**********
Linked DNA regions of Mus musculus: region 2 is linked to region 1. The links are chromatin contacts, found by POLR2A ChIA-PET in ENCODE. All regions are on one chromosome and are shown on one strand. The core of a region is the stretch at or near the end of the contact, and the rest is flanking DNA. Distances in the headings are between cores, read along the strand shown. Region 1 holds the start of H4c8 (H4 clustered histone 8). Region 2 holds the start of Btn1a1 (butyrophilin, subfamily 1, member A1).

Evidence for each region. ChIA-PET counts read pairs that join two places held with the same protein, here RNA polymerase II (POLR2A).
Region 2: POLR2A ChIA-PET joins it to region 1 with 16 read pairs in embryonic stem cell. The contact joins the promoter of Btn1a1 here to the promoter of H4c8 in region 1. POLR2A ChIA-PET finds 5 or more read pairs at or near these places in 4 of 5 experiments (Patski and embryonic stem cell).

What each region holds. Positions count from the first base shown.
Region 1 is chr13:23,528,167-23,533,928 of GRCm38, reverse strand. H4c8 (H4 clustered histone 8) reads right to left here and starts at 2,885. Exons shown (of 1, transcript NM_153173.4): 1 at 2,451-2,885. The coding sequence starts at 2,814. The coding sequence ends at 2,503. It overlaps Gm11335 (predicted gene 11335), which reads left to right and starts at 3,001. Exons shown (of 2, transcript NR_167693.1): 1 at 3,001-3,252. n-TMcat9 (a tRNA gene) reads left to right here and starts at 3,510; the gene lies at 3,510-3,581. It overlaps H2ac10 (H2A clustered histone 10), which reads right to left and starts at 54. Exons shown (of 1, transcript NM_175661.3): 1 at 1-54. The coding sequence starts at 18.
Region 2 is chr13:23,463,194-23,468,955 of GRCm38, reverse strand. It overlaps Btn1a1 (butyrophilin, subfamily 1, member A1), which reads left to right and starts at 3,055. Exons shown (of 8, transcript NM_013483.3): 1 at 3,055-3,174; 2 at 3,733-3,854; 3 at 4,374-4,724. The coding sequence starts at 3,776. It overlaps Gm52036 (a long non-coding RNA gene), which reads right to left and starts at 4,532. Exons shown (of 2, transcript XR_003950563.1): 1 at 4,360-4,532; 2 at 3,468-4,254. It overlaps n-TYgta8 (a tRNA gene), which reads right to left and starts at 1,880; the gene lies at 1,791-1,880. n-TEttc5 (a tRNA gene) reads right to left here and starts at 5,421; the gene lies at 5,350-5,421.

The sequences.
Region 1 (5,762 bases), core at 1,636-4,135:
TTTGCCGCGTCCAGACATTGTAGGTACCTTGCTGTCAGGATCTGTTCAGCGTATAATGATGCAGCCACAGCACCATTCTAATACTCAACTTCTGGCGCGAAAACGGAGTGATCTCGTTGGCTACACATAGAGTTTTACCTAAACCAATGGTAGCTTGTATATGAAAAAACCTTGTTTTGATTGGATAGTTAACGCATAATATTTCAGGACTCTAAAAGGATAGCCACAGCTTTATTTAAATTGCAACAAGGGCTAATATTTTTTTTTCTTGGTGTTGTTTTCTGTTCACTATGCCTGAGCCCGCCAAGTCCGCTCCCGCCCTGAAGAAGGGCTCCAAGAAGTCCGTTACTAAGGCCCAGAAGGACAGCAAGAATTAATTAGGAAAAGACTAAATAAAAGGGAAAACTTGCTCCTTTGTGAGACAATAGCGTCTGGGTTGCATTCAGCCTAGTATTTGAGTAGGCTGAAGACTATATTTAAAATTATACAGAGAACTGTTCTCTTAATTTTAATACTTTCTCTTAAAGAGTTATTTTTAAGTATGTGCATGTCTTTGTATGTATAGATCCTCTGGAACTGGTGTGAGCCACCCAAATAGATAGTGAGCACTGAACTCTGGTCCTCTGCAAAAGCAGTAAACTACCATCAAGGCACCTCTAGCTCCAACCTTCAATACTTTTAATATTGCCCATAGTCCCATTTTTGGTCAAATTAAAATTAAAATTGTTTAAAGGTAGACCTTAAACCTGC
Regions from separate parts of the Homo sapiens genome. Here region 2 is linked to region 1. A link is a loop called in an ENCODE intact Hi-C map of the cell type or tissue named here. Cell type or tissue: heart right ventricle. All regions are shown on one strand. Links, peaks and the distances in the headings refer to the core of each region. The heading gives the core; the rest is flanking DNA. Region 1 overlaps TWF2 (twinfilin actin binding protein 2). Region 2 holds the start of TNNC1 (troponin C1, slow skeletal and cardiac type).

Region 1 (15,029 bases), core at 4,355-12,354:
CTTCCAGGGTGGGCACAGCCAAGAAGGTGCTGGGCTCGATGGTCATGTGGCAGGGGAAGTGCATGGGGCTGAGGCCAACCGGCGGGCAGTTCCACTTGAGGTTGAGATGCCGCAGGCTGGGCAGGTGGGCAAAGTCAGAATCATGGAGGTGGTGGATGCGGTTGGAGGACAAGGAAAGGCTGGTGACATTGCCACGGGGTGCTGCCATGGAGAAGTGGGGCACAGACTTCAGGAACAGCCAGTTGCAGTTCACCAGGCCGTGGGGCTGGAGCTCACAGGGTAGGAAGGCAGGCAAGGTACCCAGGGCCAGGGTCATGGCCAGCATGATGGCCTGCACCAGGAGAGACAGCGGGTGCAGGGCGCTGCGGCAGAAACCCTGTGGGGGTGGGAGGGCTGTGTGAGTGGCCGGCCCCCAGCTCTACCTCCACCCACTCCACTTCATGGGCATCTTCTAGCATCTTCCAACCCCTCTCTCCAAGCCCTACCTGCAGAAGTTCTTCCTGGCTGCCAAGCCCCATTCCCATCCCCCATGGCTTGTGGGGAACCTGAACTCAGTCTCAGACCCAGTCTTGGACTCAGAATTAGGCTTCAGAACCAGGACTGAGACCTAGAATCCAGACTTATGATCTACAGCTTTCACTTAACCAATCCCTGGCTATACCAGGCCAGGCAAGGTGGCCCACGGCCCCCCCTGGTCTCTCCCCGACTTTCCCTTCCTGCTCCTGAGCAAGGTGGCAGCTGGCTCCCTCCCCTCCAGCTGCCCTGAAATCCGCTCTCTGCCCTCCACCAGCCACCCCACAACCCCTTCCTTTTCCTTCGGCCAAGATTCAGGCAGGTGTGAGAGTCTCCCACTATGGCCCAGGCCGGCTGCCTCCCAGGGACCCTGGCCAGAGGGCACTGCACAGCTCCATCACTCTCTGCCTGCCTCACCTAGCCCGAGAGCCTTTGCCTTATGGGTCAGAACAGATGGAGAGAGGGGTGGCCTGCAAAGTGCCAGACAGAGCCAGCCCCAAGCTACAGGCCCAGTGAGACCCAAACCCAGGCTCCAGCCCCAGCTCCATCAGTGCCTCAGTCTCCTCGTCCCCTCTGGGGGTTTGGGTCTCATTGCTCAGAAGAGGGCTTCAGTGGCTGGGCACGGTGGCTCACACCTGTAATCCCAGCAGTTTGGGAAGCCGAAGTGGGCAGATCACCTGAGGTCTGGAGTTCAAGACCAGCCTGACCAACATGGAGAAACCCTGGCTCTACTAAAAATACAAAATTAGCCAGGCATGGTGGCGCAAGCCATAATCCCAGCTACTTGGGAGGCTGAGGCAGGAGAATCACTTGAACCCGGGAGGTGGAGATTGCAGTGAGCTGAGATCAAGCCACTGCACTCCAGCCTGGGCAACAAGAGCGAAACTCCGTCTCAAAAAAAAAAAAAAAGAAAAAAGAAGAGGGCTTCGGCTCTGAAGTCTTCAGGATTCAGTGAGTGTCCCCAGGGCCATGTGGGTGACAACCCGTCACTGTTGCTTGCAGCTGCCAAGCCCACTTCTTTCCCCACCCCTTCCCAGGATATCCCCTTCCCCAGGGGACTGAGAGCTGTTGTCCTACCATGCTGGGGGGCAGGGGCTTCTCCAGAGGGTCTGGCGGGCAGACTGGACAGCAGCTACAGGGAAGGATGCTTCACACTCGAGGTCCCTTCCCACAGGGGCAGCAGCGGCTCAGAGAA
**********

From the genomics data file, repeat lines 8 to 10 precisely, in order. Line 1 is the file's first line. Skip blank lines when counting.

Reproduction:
Region 1 (5,762 bases), core at 1,636-4,135:
TTTGCCGCGTCCAGACATTGTAGGTACCTTGCTGTCAGGATCTGTTCAGCGTATAATGATGCAGCCACAGCACCATTCTAATACTCAACTTCTGGCGCGAAAACGGAGTGATCTCGTTGGCTACACATAGAGTTTTACCTAAACCAATGGTAGCTTGTATATGAAAAAACCTTGTTTTGATTGGATAGTTAACGCATAATATTTCAGGACTCTAAAAGGATAGCCACAGCTTTATTTAAATTGCAACAAGGGCTAATATTTTTTTTTCTTGGTGTTGTTTTCTGTTCACTATGCCTGAGCCCGCCAAGTCCGCTCCCGCCCTGAAGAAGGGCTCCAAGAAGTCCGTTACTAAGGCCCAGAAGGACAGCAAGAATTAATTAGGAAAAGACTAAATAAAAGGGAAAACTTGCTCCTTTGTGAGACAATAGCGTCTGGGTTGCATTCAGCCTAGTATTTGAGTAGGCTGAAGACTATATTTAAAATTATACAGAGAACTGTTCTCTTAATTTTAATACTTTCTCTTAAAGAGTTATTTTTAAGTATGTGCATGTCTTTGTATGTATAGATCCTCTGGAACTGGTGTGAGCCACCCAAATAGATAGTGAGCACTGAACTCTGGTCCTCTGCAAAAGCAGTAAACTACCATCAAGGCACCTCTAGCTCCAACCTTCAATACTTTTAATATTGCCCATAGTCCCATTTTTGGTCAAATTAAAATTAAAATTGTTTAAAGGTAGACCTTAAACCTGC
Regions from separate parts of the Homo sapiens genome. Here region 2 is linked to region 1. A link is a loop called in an ENCODE intact Hi-C map of the cell type or tissue named here. Cell type or tissue: heart right ventricle. All regions are shown on one strand. Links, peaks and the distances in the headings refer to the core of each region. The heading gives the core; the rest is flanking DNA. Region 1 overlaps TWF2 (twinfilin actin binding protein 2). Region 2 holds the start of TNNC1 (troponin C1, slow skeletal and cardiac type).